There was a time when repetitive work in a factory was a ticket to a middle-class life: a house, a car, kids you could send to college, rising wages, a vacation every year. That kind of life is more myth than reality for many Americans as the nature of work changes and automation and robots replace humans:
“Citigroup’s investment bank has suggested that it will shed up to half of its 20,000 technology and operations staff in the next five years, as machines supplant humans at a faster pace.
The forecast by Jamie Forese, president of Citi and chief executive of the bank’s institutional clients group, was the starkest among investment banking bosses in a series of FT interviews to mark the 10th anniversary of the financial crisis.
Mr Forese said the operational positions, which make up almost two-fifths of investment bank employees at Citi, were “most fertile for machine processing”.
“We’ve got 20,000 operational roles. Over the next five years could you make it 10,000?” he added, in comments that had echoes of former Deutsche Bank chief executive John Cryan’s claim that up to half of the German bank’s workforce could be replaced by technology.”
“Citi Issues Stark Warning On Automation Of Bank Jobs” | The Financial Times | Laura Noonan | 06/11/2018
The standard response to the threat of automation and robots replacing human labor is that new technological advances will create new jobs for humans. This view is supported by history. In the late 1800s, as fossil fuels and machines changed the nature of agriculture, people moved from farms to cities where they got jobs in factories. In the late 1900s, as factories moved to other countries in search of cheap labor, people moved from industries to office buildings where they got jobs in cubicles. In both cases, prosperity followed workers along the way.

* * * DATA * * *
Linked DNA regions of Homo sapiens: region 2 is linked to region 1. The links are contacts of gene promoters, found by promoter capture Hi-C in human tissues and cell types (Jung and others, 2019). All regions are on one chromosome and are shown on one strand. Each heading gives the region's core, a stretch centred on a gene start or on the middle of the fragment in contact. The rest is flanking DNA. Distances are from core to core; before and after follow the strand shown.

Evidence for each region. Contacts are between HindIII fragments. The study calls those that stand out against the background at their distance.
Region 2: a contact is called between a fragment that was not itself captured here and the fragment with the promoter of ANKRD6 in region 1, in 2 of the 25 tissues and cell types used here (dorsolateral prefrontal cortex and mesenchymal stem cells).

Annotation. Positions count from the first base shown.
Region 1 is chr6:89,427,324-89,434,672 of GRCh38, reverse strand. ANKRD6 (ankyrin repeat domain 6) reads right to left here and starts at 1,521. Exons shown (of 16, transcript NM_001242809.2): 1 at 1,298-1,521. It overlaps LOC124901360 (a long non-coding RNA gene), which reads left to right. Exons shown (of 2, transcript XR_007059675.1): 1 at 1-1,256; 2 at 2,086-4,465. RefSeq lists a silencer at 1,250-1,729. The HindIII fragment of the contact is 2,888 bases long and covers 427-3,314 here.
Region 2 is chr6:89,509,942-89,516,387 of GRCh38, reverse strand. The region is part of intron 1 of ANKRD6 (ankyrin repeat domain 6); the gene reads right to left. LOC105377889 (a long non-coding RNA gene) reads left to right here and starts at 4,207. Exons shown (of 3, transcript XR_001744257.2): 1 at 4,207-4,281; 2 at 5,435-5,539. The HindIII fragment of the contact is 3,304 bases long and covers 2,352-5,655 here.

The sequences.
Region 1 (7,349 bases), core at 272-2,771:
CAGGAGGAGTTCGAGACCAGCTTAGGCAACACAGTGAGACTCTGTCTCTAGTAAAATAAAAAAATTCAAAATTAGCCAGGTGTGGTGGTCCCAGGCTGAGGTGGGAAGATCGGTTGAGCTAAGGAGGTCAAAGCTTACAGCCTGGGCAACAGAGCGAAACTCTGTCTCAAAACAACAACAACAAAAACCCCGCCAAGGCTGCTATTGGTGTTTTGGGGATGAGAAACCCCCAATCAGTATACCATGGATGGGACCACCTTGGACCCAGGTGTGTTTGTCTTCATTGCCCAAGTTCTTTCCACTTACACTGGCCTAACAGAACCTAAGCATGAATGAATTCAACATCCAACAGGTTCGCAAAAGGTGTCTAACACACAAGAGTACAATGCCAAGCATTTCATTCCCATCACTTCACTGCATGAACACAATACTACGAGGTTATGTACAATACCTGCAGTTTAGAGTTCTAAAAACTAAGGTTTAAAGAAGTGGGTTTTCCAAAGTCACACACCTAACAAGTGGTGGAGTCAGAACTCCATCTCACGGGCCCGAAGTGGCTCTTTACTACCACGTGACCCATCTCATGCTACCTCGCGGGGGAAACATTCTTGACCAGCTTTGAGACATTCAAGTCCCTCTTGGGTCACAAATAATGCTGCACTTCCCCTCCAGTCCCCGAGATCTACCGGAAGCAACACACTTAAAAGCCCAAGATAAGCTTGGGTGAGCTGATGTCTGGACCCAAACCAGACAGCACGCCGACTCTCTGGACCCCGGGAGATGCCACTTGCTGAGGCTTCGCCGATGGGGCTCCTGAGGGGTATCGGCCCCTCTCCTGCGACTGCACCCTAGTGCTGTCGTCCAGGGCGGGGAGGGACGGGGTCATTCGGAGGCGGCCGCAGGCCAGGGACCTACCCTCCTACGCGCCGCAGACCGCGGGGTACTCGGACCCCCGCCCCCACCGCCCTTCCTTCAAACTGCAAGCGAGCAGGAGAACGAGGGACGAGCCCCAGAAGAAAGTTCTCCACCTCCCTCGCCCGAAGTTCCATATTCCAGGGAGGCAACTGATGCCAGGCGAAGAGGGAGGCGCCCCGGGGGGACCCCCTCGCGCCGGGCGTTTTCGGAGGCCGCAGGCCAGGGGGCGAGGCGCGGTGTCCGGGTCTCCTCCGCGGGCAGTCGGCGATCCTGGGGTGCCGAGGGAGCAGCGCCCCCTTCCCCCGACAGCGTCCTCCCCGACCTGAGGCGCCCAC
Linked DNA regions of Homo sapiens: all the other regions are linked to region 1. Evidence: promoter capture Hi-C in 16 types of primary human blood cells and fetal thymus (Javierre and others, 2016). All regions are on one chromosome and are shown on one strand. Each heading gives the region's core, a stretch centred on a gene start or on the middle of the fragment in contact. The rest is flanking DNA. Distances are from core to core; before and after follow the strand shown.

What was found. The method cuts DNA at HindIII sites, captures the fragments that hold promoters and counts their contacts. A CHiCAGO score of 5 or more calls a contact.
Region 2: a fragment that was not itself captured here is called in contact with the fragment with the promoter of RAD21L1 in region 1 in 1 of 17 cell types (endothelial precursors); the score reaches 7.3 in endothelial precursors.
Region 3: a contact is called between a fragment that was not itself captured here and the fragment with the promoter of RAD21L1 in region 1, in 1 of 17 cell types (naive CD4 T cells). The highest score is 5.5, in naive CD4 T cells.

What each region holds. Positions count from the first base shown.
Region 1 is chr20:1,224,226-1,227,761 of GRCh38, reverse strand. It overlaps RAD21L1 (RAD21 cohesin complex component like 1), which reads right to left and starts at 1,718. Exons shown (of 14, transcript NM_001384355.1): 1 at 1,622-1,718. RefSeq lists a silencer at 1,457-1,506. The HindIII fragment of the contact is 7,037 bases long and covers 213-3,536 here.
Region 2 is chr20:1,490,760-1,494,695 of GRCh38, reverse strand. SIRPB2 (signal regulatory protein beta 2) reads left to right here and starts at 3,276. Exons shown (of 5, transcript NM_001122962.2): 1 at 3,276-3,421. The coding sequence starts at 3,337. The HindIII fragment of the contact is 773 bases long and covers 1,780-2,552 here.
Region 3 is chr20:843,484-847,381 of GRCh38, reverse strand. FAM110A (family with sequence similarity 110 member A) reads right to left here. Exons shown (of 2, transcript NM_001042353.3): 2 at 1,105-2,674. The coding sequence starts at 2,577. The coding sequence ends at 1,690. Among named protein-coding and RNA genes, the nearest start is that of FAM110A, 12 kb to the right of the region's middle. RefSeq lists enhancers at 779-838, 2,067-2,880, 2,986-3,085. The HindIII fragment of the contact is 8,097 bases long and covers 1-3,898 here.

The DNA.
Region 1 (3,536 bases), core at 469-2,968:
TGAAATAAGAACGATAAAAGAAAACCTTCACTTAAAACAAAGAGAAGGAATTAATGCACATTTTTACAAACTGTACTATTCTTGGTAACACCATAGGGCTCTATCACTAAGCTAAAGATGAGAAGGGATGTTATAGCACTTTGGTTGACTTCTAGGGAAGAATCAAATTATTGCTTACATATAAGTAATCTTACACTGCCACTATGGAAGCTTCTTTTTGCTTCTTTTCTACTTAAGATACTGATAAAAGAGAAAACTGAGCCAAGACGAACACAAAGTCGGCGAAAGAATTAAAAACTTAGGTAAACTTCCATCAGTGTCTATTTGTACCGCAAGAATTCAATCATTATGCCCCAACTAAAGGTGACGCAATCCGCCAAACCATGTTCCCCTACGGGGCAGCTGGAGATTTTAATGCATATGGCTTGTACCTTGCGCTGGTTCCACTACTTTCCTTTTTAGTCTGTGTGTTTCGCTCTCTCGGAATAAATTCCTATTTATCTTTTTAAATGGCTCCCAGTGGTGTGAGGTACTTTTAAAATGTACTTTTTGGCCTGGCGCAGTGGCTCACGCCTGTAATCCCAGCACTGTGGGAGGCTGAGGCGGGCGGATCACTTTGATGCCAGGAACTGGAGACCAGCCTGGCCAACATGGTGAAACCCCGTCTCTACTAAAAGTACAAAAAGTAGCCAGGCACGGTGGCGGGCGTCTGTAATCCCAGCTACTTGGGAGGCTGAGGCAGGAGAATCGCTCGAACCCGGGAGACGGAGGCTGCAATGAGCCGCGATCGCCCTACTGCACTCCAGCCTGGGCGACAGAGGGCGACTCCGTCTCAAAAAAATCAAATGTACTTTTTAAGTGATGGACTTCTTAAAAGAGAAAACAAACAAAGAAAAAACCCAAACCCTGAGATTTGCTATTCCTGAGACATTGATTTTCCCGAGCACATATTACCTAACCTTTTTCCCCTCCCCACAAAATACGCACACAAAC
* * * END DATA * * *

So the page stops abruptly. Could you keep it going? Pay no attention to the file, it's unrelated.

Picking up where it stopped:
I call this the steady-state view of human labor and technological change. It assumes a more or less constant flow of energy sources, demographic trends, capital, innovation, etc. to ensure that the future of human labor will look like the present in a way that continues to produce growth. People who affirm the steady-state view want us to believe that this process will continue into the future because it was true in the past. They cling to this narrative so tightly that at some point while debating it they may start talking about the transition from horse-drawn carriages to cars just to make a point that with time seems less and less obvious.
The problem with the past is that it’s hard to know just when it can no longer predict the future. I think we’re at the beginning of such a moment right now where the future of human labor is concerned. Although there’s some evidence that automation and robots are destroying some human jobs without creating replacement work, we aren’t sure enough yet to let it affect public policy.
Still, technological and social changes since at least the advent of Web 2.0, faster personal computers, and cheap storage tell me that just because the steady-state view of human labor and technological change was true in the past doesn’t mean that it’s true now or will be true in the future.
We know right now that the pace of technological change itself is increasing. From this, it very likely follows that at some point automation and robots have to start replacing humans in most “algorithmic jobs,” those tasks (however complex) that proceed from one step to another, then start again after completion. The future isn’t just cashiers losing their jobs to the software. It’s financial analysts, too.
Over time it should get more and more likely that new work opportunities created by automation will be functions that software and robots can perform more proficiently than humans, including coding and programming.
I think this process is inevitable and that nothing about the way we do things (read: late capitalism) is at all prepared for its consequences, the biggest of which is that robots don’t buy stuff.
“Robots and jobs: Evidence from the US” | CEPR Policy Portal
“The Last Human Job” | Slate
“Automation will make customer service the most in-demand job. Here’s why” | World Economic Forum
“Will Robots Set Us Free?” | Boston Review
IMAGE SOURCE: hand_robot_human_machine_woman_binary (Creative Commons)